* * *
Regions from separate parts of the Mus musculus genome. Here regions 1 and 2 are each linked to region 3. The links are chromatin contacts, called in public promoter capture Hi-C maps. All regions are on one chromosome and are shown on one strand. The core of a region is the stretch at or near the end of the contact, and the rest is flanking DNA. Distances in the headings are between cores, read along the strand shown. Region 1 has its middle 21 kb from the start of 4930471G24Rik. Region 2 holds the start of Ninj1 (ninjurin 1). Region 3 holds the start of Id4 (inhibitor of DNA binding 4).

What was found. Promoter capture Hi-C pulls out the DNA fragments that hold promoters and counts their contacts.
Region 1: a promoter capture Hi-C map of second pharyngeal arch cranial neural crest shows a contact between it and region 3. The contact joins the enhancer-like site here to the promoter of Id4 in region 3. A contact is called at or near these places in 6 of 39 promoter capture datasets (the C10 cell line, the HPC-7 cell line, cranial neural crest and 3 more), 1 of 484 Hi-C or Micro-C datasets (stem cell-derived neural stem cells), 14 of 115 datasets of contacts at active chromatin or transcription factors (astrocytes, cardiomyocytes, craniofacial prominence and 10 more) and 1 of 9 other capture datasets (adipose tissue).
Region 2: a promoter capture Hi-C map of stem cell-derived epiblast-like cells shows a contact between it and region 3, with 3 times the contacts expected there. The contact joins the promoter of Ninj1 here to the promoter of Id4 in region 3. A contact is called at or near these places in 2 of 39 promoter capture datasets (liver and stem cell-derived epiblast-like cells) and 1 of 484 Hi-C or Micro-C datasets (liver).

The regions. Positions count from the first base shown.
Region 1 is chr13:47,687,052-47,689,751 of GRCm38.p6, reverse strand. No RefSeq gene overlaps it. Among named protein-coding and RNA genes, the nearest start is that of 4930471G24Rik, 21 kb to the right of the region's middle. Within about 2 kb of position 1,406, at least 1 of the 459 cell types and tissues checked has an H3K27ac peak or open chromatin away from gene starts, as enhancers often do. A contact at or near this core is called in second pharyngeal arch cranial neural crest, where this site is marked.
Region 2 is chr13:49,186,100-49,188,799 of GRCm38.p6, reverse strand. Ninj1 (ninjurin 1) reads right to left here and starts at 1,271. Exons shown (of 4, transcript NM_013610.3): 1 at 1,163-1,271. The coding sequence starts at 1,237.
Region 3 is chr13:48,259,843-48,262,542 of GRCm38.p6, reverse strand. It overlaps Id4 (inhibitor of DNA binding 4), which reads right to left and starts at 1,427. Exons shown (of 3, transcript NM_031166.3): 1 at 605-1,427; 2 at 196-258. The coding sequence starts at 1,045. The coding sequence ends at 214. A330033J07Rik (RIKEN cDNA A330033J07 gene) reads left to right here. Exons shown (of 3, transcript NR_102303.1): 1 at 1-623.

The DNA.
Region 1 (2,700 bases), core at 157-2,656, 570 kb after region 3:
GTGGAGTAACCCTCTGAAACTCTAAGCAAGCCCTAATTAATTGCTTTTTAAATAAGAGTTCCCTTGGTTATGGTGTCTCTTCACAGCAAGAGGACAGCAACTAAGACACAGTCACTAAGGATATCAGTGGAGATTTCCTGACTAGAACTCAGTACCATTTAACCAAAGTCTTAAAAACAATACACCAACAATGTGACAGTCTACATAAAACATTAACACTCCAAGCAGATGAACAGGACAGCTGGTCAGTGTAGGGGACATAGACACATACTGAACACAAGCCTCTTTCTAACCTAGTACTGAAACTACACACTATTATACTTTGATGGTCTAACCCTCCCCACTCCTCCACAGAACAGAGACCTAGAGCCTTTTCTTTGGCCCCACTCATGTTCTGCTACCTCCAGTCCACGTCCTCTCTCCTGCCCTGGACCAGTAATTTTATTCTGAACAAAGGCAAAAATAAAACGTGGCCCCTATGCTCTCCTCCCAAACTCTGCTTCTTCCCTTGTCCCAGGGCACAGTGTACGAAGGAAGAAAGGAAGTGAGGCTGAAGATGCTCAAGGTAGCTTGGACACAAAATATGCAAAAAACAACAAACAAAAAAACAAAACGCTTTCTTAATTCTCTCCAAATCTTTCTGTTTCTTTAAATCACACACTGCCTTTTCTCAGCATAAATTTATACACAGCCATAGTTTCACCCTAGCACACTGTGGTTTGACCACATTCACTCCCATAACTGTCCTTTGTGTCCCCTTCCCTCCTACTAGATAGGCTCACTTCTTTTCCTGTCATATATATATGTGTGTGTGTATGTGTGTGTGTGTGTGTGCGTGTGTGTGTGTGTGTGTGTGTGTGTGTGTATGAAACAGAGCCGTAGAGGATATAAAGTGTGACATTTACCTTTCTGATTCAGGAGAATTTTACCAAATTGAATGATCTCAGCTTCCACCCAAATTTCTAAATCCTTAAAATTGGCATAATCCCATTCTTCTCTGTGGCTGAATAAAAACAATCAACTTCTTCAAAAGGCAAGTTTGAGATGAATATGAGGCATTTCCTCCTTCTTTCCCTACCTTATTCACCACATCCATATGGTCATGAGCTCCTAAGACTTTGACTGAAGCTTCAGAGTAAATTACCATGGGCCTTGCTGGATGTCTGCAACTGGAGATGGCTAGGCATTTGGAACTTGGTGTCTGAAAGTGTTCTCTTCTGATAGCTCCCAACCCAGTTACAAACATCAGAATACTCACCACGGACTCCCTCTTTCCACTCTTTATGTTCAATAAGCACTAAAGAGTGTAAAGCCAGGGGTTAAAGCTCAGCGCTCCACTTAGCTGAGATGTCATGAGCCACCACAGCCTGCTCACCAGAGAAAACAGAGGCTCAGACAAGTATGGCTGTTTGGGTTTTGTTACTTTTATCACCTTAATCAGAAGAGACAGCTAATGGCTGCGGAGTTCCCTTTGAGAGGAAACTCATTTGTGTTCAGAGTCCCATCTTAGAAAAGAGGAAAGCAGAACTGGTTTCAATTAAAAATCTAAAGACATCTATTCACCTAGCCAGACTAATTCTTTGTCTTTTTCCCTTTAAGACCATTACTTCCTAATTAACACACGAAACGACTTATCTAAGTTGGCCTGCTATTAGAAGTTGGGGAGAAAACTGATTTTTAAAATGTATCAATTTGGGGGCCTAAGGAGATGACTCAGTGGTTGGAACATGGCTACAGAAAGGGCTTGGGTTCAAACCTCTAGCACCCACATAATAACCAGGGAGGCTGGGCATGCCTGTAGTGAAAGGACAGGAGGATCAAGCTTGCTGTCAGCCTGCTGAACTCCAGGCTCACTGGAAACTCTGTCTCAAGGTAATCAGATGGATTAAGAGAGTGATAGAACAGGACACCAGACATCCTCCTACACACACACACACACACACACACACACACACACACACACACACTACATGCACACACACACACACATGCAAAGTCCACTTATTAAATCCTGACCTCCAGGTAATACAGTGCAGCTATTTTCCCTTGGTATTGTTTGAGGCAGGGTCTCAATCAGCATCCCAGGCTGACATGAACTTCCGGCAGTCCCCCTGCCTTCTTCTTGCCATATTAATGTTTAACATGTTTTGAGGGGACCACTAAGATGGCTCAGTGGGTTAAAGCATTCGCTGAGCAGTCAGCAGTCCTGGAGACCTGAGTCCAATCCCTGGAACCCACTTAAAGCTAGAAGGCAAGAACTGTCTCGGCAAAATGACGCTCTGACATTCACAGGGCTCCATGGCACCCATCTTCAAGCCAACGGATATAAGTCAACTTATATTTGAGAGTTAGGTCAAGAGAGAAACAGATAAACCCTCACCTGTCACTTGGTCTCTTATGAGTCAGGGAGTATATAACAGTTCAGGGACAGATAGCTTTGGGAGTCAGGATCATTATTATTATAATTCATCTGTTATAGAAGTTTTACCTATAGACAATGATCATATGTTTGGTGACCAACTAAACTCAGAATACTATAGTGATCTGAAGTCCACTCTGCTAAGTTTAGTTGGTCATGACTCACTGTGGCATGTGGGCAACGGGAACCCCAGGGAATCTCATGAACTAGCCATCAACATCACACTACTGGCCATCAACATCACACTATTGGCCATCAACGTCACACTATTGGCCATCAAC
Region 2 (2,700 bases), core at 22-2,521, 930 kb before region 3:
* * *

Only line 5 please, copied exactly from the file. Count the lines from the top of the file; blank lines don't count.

The regions. Positions count from the first base shown.